Despite rainy weather, Wednesday night's forum on Bloomfield's long delayed Downtown Redevelopment attracted a turnout that nearly filled Town Hall to capacity. Baristanet has just published a detailed account by Carl Lorentzen so we won't rehash the proceedings except to note that the council's GOP challengers who were seen at the back of the room during the first portion of the proceedings disappeared before the public participation period began. What remained was a room full of hopeful residents with love for their town.
Tuesday, October 23, 2007
We’re starting to see people coming back into the market because of the record number of listings available and owners becoming more flexible with qualified buyers. With the latest cuts in the discount rates, 30 year mortgage rates are stabilizing in the 6.4% range
30 Year Fixed: 6.40%
15 Year Fixed: 6.08%
1 Year Adj: 5.76%
30 Year Fixed: 6.40%
15 Year Fixed: 6.08%
1 Year Adj: 5.76%
Sunday, October 21, 2007
CBS NEWS/NEW YORK TIMES. "Regardless of how you usually vote, do you think the Republican party or the Democratic party is more likely to protect the environment?" Conducted 7/13-16/02; surveyed 1,000 adults; margin of error +/-3%
Thursday, October 18, 2007
We've shared a variety of sites for the analysis of updated local census stats, but zipskinny.com may be the most user friendly and addictive. Along with colorful charts are endless possibilities for side by side comparisons with neighboring zip codes and state and national rankings in endless categories.
Tuesday, October 16, 2007
Since 1999, when a North Carolina firm called EnCap was awarded development rights to 785 polluted acres in the Meadowlands, state officials have given the firm more than $350 million in public benefits and promised hundreds of millions more in tax breaks.
The State is reportedly looking for another developer to finish the project, but more than one mayor in the area is pressuring the Meadowlands Commission for a seat at the table. NJ Sierra Club Director Jeff Titell has his own ideas. In a blistering OpEd in The Record, he raises a stink on the growing scandal:
The controversial EnCap proposal includes two golf courses, 2,000 units of housing and half a million square feet of commercial and office space. This is one of the largest projects being proposed in New Jersey, and it has major environmental implications. The original purpose of this project was to clean up and stabilize landfills in the Meadowlands that are leeching into the Hackensack River, but it has become instead a boondoggle, a pork barrel, and a symbol of everything that's wrong with pay to play in New Jersey.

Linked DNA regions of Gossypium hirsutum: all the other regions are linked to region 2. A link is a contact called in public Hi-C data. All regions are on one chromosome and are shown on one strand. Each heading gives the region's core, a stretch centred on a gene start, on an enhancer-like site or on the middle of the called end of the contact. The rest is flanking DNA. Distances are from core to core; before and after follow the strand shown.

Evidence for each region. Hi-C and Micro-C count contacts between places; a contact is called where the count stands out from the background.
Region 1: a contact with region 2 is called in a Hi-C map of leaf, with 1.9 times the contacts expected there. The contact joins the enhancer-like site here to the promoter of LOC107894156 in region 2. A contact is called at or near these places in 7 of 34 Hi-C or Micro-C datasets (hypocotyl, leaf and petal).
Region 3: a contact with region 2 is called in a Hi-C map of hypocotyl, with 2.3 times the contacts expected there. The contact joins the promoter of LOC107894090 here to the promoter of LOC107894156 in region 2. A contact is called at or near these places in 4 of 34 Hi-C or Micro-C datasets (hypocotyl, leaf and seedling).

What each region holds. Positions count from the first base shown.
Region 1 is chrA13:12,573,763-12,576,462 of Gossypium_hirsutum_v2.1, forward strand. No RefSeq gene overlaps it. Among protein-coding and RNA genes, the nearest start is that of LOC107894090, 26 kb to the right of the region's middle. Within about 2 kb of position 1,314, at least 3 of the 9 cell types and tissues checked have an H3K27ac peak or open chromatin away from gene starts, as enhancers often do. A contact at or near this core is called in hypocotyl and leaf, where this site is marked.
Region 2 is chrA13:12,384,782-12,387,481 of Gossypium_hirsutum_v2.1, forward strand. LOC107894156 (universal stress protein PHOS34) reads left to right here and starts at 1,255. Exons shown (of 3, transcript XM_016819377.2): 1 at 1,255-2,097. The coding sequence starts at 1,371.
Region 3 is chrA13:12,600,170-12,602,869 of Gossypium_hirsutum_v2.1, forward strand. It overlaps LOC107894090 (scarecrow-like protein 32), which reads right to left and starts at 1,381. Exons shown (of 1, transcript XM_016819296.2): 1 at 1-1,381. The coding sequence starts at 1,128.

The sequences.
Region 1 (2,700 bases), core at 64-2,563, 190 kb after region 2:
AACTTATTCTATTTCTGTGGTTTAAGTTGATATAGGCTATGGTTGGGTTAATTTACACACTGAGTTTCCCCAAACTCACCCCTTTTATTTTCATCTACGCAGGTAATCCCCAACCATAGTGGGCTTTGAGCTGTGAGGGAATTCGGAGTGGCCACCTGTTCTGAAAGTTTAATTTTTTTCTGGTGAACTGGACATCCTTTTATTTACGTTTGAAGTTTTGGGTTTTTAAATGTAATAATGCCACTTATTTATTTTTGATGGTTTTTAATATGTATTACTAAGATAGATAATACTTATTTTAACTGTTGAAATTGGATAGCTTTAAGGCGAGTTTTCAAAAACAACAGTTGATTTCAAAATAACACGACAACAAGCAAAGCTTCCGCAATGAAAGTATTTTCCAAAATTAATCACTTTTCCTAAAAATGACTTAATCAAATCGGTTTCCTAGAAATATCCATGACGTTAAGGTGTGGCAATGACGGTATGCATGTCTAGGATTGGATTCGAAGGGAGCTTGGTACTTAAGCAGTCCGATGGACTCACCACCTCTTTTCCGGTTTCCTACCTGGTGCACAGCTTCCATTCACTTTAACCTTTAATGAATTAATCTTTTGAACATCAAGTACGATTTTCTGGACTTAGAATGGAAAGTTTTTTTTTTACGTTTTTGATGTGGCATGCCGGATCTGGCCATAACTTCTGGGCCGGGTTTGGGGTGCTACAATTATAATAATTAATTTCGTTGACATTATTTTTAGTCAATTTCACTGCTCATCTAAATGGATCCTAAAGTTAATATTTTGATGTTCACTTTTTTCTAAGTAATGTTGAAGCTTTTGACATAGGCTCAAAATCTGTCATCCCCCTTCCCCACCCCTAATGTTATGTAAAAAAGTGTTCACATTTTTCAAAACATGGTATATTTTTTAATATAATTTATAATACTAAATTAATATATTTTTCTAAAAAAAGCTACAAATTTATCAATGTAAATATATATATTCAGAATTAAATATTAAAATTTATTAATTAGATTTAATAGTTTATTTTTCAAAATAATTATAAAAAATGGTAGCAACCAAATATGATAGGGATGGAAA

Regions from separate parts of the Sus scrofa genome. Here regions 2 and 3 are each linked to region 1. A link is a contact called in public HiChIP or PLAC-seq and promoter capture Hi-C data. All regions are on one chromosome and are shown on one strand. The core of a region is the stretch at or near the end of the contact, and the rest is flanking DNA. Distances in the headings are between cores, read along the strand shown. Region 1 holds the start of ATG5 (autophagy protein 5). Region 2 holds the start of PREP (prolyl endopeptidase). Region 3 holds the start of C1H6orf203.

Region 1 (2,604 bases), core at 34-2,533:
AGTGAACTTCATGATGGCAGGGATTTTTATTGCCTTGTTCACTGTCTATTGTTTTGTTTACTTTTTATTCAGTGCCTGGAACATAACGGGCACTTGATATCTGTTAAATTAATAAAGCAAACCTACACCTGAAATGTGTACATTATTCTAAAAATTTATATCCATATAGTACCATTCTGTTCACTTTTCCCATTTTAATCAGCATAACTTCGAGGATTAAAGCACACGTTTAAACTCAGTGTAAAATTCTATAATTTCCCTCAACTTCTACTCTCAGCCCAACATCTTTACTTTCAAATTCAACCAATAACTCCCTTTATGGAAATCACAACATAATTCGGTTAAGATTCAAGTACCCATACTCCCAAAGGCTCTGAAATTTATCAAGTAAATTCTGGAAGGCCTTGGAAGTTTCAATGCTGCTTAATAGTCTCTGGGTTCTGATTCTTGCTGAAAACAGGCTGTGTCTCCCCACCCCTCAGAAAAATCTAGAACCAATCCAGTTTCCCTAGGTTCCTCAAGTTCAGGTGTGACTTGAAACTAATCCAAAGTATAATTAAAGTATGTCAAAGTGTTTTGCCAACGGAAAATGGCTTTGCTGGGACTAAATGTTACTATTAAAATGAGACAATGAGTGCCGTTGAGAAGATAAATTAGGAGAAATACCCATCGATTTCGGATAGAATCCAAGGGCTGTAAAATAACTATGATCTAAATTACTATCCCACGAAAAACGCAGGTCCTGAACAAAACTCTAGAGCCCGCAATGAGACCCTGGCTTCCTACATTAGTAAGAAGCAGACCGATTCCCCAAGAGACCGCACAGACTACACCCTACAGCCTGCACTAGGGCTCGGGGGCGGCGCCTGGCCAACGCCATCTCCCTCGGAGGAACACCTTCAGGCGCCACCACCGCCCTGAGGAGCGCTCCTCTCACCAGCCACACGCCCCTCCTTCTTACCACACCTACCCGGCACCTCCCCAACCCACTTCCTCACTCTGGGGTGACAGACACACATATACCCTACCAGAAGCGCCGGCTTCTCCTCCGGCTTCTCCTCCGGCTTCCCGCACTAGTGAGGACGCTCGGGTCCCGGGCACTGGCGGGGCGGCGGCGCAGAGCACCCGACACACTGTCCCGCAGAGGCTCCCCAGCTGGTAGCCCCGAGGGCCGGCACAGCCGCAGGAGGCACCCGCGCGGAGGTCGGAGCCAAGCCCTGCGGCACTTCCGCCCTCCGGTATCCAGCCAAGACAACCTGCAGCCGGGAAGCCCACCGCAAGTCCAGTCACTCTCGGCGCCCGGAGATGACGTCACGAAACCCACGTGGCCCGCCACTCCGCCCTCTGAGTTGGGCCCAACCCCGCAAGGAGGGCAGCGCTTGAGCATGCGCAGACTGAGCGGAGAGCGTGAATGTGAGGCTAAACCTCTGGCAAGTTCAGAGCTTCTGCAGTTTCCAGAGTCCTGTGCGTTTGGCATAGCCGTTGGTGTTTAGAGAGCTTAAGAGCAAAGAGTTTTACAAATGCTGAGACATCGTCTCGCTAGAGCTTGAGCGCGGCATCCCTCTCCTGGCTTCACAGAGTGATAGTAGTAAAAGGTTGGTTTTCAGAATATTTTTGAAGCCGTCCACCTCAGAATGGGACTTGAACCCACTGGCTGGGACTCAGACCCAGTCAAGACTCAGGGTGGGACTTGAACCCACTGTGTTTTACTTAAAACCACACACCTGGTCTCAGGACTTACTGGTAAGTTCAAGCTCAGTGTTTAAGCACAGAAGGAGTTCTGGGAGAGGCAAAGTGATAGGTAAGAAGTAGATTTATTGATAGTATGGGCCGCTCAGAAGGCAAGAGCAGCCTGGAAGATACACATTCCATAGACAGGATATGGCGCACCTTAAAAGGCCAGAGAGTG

What may have started out as a good idea has turned into an environmental and financial disaster.
Sunday, October 14, 2007
Saturday, October 13, 2007
October is not only peak season for leaves. Pat Gilleran shares an eye full from Hawk Lookout:
The second oldest hawk watch in the nation, the Lookout is located on the First Watchung Mountain on the border of Montclair and Cedar Grove, and offers a spectacular view of hawks, along with other birds, as they migrate in the skies above New Jersey, and of the landscape below that encompasses the New York City skyline.
October may be the most interesting time to visit the Lookout, as it
offers the greatest diversity of hawk species. Chances are now better
to see Merlins or even a Peregrine Falcon or two. However, by mid-
month the Broad-winged Hawk flight will be over for the season, as
other species begin to peak. The Red-tailed and Red-shouldered Hawk
will be most numerous at the end of the month.
From 10/1 thru 10/10/07 there were 613 sightings of raptors logged.
2 Black Vulture
9 Bald Eagle
33 Northern Harrier
235 Sharp-shinned Hawk
52 Cooper's Hawk (pictured)
2 Red-shouldered Hawk
32 Broad-winged Hawk
1 Red-tailed Hawk
70 American Kestrel
23 Peregrine Falcon
The Edgecliff Rd. Lookout is staffed by members of the New Jersey Audubon Society and open daily, weather permitting, through November 30, from 9a.m. to 5p.m.
Friday, October 12, 2007
Bankrate.com's Managing Editor Ellen Cannon blogs about credit and debit cards, prepaid cards, gift cards, credit scores -- anything related to the plastic in your wallet.
Bringing people into the bank may be the real story behind Bank of America's new $3 surcharge, said James Van Dyke, president of Javelin Strategy & Research, a financial consulting firm in Pleasanton, Calif. The firm's research has shown ATM access is one of the top three criteria when choosing a new bank, and rates and fees rank as the most important reason among almost two-thirds of consumers.